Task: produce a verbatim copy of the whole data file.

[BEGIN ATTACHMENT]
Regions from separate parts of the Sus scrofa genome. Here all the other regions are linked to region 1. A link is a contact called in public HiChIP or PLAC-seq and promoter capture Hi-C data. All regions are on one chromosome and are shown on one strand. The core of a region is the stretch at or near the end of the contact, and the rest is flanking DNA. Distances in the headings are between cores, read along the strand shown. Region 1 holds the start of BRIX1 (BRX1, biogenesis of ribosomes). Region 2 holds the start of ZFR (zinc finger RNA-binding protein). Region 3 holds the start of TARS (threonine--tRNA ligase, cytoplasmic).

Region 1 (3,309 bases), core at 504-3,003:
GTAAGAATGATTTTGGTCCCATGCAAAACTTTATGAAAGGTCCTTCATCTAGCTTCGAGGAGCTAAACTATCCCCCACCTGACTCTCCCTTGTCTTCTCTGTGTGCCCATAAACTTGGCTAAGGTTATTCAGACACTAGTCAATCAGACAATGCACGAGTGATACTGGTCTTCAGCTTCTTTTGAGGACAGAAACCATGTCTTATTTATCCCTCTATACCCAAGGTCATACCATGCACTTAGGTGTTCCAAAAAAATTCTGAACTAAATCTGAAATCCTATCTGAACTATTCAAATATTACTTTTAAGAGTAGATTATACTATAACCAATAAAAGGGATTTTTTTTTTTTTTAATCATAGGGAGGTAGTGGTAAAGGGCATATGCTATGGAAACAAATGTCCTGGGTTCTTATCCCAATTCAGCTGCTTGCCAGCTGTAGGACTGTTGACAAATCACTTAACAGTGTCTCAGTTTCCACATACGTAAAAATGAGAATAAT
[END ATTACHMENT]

Regions from separate parts of the Sus scrofa genome. Here all the other regions are linked to region 1. A link is a contact called in public HiChIP or PLAC-seq and promoter capture Hi-C data. All regions are on one chromosome and are shown on one strand. The core of a region is the stretch at or near the end of the contact, and the rest is flanking DNA. Distances in the headings are between cores, read along the strand shown. Region 1 holds the start of BRIX1 (BRX1, biogenesis of ribosomes). Region 2 holds the start of ZFR (zinc finger RNA-binding protein). Region 3 holds the start of TARS (threonine--tRNA ligase, cytoplasmic).

Region 1 (3,309 bases), core at 504-3,003:
GTAAGAATGATTTTGGTCCCATGCAAAACTTTATGAAAGGTCCTTCATCTAGCTTCGAGGAGCTAAACTATCCCCCACCTGACTCTCCCTTGTCTTCTCTGTGTGCCCATAAACTTGGCTAAGGTTATTCAGACACTAGTCAATCAGACAATGCACGAGTGATACTGGTCTTCAGCTTCTTTTGAGGACAGAAACCATGTCTTATTTATCCCTCTATACCCAAGGTCATACCATGCACTTAGGTGTTCCAAAAAAATTCTGAACTAAATCTGAAATCCTATCTGAACTATTCAAATATTACTTTTAAGAGTAGATTATACTATAACCAATAAAAGGGATTTTTTTTTTTTTTAATCATAGGGAGGTAGTGGTAAAGGGCATATGCTATGGAAACAAATGTCCTGGGTTCTTATCCCAATTCAGCTGCTTGCCAGCTGTAGGACTGTTGACAAATCACTTAACAGTGTCTCAGTTTCCACATACGTAAAAATGAGAATAAT